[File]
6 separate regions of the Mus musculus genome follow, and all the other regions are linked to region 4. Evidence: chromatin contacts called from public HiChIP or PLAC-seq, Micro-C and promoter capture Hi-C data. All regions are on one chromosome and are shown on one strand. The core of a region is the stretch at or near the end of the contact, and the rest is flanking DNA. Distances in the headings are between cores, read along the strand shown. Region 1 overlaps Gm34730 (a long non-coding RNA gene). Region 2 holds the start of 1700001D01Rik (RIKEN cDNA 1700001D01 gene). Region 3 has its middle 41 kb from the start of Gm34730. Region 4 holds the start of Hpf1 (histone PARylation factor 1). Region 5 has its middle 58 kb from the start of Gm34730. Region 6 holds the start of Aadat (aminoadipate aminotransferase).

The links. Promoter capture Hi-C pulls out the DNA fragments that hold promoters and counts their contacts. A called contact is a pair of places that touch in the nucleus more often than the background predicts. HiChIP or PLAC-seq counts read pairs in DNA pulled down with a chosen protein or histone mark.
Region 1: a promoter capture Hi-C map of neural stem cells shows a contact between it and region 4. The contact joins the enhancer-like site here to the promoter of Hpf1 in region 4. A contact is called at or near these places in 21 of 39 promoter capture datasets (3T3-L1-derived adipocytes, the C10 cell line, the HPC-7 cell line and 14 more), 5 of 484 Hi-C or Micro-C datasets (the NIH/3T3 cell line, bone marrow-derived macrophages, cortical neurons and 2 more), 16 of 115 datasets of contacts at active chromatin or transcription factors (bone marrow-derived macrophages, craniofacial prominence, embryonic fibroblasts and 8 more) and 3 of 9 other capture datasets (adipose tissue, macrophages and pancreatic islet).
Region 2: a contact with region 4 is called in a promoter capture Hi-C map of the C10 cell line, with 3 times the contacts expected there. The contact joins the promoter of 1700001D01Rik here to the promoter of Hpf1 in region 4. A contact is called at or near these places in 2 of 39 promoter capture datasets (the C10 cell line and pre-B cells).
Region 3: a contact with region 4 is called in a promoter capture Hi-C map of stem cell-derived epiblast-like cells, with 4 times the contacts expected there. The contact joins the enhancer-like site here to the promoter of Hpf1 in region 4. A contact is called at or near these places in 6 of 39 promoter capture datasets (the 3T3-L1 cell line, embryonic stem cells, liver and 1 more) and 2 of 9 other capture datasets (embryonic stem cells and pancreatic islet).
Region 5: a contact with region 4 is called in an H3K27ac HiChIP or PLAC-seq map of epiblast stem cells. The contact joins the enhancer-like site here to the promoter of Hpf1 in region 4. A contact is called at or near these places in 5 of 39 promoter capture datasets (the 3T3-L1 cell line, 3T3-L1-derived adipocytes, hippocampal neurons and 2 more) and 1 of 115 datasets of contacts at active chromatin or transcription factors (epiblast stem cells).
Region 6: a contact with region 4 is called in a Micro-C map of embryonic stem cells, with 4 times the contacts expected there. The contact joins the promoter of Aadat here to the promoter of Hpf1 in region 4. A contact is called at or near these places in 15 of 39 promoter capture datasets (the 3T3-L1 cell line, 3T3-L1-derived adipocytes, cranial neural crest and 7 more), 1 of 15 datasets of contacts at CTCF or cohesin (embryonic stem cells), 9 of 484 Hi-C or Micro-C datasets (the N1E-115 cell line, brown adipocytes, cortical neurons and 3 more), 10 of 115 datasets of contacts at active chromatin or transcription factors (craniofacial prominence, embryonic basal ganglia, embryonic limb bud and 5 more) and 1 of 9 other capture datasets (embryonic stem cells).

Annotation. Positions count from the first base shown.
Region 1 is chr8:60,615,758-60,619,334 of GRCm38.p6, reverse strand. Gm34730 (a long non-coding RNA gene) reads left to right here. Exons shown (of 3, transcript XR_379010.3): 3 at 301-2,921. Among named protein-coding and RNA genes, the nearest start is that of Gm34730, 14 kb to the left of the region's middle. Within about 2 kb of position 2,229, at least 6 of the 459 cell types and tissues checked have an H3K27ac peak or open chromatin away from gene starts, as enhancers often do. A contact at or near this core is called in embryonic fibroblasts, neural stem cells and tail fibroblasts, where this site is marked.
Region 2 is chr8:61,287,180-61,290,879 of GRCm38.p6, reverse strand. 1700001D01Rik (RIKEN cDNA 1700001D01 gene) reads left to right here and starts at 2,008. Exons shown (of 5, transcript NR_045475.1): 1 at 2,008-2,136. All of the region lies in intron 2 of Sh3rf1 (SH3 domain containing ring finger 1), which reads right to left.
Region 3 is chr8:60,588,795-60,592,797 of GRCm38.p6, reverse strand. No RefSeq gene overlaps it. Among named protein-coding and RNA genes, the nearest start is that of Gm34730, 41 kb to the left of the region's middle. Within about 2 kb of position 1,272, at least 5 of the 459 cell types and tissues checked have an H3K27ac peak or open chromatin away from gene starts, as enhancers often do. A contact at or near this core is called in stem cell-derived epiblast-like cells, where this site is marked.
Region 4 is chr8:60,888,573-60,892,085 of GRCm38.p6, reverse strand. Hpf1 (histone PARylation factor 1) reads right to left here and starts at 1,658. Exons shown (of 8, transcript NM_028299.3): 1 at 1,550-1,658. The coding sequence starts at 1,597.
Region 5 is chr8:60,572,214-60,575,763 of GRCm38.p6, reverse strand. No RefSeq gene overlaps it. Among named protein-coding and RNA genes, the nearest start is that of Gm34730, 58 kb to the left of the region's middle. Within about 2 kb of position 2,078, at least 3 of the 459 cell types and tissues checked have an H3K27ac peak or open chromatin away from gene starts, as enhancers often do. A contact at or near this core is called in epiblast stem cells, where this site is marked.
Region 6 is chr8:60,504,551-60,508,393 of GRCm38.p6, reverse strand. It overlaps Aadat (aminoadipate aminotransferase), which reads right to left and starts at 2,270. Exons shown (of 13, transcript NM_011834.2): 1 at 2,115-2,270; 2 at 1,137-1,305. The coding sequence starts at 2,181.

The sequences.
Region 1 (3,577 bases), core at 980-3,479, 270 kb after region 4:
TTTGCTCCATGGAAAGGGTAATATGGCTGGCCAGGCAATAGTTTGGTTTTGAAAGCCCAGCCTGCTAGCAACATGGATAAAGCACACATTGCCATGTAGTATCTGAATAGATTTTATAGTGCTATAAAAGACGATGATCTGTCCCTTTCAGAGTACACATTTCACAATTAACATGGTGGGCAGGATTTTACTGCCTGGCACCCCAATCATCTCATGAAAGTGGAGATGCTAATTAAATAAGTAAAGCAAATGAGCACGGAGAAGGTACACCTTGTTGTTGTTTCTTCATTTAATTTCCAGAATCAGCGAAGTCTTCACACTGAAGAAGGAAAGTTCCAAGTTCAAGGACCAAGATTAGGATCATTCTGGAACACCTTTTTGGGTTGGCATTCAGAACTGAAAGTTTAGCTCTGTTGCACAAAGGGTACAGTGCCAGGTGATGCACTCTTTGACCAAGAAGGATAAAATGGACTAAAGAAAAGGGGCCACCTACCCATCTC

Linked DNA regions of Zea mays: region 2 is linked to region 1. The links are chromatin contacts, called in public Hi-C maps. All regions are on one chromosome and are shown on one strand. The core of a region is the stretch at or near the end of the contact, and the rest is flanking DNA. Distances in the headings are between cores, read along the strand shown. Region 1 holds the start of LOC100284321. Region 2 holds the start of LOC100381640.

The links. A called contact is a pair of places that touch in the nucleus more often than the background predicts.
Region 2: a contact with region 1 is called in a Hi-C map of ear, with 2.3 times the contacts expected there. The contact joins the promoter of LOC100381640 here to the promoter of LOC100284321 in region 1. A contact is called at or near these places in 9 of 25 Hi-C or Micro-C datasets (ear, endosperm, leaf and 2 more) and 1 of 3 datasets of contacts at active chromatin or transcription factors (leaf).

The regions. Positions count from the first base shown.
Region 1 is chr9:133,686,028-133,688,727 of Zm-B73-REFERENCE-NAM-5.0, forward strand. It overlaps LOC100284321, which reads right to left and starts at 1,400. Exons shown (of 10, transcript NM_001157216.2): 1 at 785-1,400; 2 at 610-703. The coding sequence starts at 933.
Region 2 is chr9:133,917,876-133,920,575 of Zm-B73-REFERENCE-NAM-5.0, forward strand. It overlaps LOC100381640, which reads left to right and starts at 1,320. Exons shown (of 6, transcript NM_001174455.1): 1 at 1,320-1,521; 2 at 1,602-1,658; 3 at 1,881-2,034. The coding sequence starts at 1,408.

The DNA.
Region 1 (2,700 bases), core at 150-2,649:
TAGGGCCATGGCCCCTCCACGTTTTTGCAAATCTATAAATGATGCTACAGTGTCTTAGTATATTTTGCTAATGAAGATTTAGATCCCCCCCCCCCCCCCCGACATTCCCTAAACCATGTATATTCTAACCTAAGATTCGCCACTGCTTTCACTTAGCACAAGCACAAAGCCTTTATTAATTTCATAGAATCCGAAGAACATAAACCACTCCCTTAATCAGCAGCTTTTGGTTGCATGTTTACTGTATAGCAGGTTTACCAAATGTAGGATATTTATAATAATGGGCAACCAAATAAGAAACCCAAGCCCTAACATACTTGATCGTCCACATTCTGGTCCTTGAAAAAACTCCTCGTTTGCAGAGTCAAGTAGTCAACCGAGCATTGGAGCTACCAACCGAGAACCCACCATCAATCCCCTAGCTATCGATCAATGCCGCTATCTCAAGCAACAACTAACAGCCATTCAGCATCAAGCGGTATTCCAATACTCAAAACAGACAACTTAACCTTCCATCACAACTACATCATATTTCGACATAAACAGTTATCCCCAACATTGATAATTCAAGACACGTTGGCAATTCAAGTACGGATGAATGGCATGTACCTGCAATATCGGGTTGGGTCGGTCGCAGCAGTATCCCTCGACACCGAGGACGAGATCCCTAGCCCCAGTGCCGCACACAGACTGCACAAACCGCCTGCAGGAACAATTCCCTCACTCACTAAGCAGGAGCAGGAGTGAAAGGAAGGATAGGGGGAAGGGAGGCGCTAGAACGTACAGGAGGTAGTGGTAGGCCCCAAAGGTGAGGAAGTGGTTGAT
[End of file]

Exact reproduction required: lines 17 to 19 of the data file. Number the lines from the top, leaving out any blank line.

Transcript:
TTTGCTCCATGGAAAGGGTAATATGGCTGGCCAGGCAATAGTTTGGTTTTGAAAGCCCAGCCTGCTAGCAACATGGATAAAGCACACATTGCCATGTAGTATCTGAATAGATTTTATAGTGCTATAAAAGACGATGATCTGTCCCTTTCAGAGTACACATTTCACAATTAACATGGTGGGCAGGATTTTACTGCCTGGCACCCCAATCATCTCATGAAAGTGGAGATGCTAATTAAATAAGTAAAGCAAATGAGCACGGAGAAGGTACACCTTGTTGTTGTTTCTTCATTTAATTTCCAGAATCAGCGAAGTCTTCACACTGAAGAAGGAAAGTTCCAAGTTCAAGGACCAAGATTAGGATCATTCTGGAACACCTTTTTGGGTTGGCATTCAGAACTGAAAGTTTAGCTCTGTTGCACAAAGGGTACAGTGCCAGGTGATGCACTCTTTGACCAAGAAGGATAAAATGGACTAAAGAAAAGGGGCCACCTACCCATCTC

Linked DNA regions of Zea mays: region 2 is linked to region 1. The links are chromatin contacts, called in public Hi-C maps. All regions are on one chromosome and are shown on one strand. The core of a region is the stretch at or near the end of the contact, and the rest is flanking DNA. Distances in the headings are between cores, read along the strand shown. Region 1 holds the start of LOC100284321. Region 2 holds the start of LOC100381640.

The links. A called contact is a pair of places that touch in the nucleus more often than the background predicts.